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How to show Bernoulli's equation applies on same streamline?

  1. Mar 11, 2017 #1


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    When deriving Bernoulli's equation from Navier Stokes, how do we know it is only valid along a streamline? At the very end of my derivation, assuming Newtonian, incompressible, inviscid, irrotational flow I have ##\nabla(\partial_t \phi + |\vec{u}|^2/2+p/\rho + g z) = \vec{0} \implies \partial_t \phi + |\vec{u}|^2/2+p/\rho + g z = const.## where I think the constant implies something about which streamline you're on. Also, ##\vec{u}=\nabla \phi##.

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  3. Mar 11, 2017 #2


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    It's probably easiest if you start from the Euler equations cast in terms of streamline variables. If you do that, then you show that integrating along a streamline results in Bernoulli's equation.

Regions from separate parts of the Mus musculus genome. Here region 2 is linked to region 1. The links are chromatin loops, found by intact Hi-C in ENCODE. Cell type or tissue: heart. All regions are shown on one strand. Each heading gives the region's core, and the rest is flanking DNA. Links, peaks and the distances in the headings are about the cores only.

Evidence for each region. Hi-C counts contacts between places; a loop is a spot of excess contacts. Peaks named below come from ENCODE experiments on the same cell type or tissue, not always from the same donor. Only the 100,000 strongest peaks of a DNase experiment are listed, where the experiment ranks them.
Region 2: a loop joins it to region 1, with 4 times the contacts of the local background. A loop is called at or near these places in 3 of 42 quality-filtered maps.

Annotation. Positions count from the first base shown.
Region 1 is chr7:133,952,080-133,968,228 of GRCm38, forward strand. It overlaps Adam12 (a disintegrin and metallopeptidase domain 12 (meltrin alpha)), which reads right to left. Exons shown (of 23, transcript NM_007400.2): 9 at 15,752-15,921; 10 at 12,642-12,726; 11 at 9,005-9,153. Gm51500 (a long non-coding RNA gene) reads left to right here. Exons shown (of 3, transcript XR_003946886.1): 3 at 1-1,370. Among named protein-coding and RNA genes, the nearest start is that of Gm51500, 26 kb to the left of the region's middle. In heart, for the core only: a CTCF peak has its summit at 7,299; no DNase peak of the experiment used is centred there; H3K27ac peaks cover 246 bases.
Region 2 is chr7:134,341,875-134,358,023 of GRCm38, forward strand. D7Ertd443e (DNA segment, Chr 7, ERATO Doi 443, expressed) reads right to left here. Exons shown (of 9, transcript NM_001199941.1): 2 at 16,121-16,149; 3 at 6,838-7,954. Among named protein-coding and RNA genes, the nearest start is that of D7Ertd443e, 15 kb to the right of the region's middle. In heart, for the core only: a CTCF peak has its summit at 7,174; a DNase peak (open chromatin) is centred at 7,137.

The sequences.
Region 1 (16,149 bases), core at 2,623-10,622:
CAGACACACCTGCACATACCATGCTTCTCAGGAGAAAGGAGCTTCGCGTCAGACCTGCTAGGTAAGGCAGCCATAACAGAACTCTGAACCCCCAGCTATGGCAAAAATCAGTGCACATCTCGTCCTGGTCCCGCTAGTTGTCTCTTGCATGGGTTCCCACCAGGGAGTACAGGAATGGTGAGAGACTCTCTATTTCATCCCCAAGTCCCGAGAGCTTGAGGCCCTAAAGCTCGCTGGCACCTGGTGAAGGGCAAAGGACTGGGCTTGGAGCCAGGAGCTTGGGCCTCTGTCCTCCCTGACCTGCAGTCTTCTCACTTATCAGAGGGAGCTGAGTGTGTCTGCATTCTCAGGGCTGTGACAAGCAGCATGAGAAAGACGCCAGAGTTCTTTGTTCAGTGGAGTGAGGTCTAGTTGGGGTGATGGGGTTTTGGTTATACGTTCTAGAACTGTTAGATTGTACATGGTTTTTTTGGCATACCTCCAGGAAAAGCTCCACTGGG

Of course, it can also be applied globally if the flow is irrotational or across multiple streamlines if all of them originate with the same total pressure.
  4. Mar 11, 2017 #3


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    That's a good way to do it. But my problem is, deriving it through NS as shown above, when I arrive at ##\partial_t \phi + |\vec{u}|^2/2+p/\rho + g z = const.## how would I know, or rather where is the assumption, that only validates this equation along a streamline?

    I'm not really looking at how to derive Bernoulli's along streamline, I'm wondering why that equation is only valid along one. Thanks for your reply!
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